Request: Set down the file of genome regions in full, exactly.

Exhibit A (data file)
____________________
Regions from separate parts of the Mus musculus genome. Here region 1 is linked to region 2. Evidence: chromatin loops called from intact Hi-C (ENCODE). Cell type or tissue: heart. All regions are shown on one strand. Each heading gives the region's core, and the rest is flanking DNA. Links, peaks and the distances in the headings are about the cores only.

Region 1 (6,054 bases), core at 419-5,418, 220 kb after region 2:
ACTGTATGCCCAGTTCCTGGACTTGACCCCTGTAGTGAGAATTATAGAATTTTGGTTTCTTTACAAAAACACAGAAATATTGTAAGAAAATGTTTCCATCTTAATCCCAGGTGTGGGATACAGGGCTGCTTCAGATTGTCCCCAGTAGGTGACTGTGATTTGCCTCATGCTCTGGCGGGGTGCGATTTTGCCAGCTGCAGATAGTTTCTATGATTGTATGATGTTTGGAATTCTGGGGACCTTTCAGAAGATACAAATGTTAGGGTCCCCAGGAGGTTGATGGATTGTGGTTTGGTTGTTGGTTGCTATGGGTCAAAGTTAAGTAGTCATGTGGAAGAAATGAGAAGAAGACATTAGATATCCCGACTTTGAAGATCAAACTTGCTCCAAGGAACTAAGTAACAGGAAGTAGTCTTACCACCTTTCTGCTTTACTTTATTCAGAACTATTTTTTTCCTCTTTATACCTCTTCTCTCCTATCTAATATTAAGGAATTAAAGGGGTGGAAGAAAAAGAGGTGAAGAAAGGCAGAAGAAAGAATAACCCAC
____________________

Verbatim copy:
Regions from separate parts of the Mus musculus genome. Here region 1 is linked to region 2. Evidence: chromatin loops called from intact Hi-C (ENCODE). Cell type or tissue: heart. All regions are shown on one strand. Each heading gives the region's core, and the rest is flanking DNA. Links, peaks and the distances in the headings are about the cores only.

Region 1 (6,054 bases), core at 419-5,418, 220 kb after region 2:
ACTGTATGCCCAGTTCCTGGACTTGACCCCTGTAGTGAGAATTATAGAATTTTGGTTTCTTTACAAAAACACAGAAATATTGTAAGAAAATGTTTCCATCTTAATCCCAGGTGTGGGATACAGGGCTGCTTCAGATTGTCCCCAGTAGGTGACTGTGATTTGCCTCATGCTCTGGCGGGGTGCGATTTTGCCAGCTGCAGATAGTTTCTATGATTGTATGATGTTTGGAATTCTGGGGACCTTTCAGAAGATACAAATGTTAGGGTCCCCAGGAGGTTGATGGATTGTGGTTTGGTTGTTGGTTGCTATGGGTCAAAGTTAAGTAGTCATGTGGAAGAAATGAGAAGAAGACATTAGATATCCCGACTTTGAAGATCAAACTTGCTCCAAGGAACTAAGTAACAGGAAGTAGTCTTACCACCTTTCTGCTTTACTTTATTCAGAACTATTTTTTTCCTCTTTATACCTCTTCTCTCCTATCTAATATTAAGGAATTAAAGGGGTGGAAGAAAAAGAGGTGAAGAAAGGCAGAAGAAAGAATAACCCAC